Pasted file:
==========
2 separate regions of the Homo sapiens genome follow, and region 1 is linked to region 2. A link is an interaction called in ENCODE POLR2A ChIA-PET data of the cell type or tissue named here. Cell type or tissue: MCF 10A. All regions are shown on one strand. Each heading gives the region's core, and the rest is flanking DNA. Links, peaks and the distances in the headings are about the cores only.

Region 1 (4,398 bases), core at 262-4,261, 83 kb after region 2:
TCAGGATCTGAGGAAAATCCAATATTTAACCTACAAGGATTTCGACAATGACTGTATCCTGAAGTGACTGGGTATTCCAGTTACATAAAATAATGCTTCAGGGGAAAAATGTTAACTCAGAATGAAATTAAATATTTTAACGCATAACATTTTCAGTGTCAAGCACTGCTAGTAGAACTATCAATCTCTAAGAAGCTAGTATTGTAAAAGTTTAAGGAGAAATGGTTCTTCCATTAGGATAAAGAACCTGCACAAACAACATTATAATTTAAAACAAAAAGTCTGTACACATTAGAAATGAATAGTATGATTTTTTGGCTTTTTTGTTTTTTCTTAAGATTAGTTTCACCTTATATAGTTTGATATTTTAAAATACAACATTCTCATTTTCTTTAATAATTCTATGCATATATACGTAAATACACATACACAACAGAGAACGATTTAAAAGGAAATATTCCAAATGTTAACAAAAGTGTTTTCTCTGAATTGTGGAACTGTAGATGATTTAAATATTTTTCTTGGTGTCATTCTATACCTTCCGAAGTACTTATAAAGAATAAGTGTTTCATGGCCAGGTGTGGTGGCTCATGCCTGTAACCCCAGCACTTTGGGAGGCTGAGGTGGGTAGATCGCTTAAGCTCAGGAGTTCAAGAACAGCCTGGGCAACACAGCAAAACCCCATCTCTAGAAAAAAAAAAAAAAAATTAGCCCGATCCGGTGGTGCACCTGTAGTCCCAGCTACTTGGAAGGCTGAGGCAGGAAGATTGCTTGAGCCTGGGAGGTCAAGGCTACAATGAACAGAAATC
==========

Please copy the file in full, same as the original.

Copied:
2 separate regions of the Homo sapiens genome follow, and region 1 is linked to region 2. A link is an interaction called in ENCODE POLR2A ChIA-PET data of the cell type or tissue named here. Cell type or tissue: MCF 10A. All regions are shown on one strand. Each heading gives the region's core, and the rest is flanking DNA. Links, peaks and the distances in the headings are about the cores only.

Region 1 (4,398 bases), core at 262-4,261, 83 kb after region 2:
TCAGGATCTGAGGAAAATCCAATATTTAACCTACAAGGATTTCGACAATGACTGTATCCTGAAGTGACTGGGTATTCCAGTTACATAAAATAATGCTTCAGGGGAAAAATGTTAACTCAGAATGAAATTAAATATTTTAACGCATAACATTTTCAGTGTCAAGCACTGCTAGTAGAACTATCAATCTCTAAGAAGCTAGTATTGTAAAAGTTTAAGGAGAAATGGTTCTTCCATTAGGATAAAGAACCTGCACAAACAACATTATAATTTAAAACAAAAAGTCTGTACACATTAGAAATGAATAGTATGATTTTTTGGCTTTTTTGTTTTTTCTTAAGATTAGTTTCACCTTATATAGTTTGATATTTTAAAATACAACATTCTCATTTTCTTTAATAATTCTATGCATATATACGTAAATACACATACACAACAGAGAACGATTTAAAAGGAAATATTCCAAATGTTAACAAAAGTGTTTTCTCTGAATTGTGGAACTGTAGATGATTTAAATATTTTTCTTGGTGTCATTCTATACCTTCCGAAGTACTTATAAAGAATAAGTGTTTCATGGCCAGGTGTGGTGGCTCATGCCTGTAACCCCAGCACTTTGGGAGGCTGAGGTGGGTAGATCGCTTAAGCTCAGGAGTTCAAGAACAGCCTGGGCAACACAGCAAAACCCCATCTCTAGAAAAAAAAAAAAAAAATTAGCCCGATCCGGTGGTGCACCTGTAGTCCCAGCTACTTGGAAGGCTGAGGCAGGAAGATTGCTTGAGCCTGGGAGGTCAAGGCTACAATGAACAGAAATC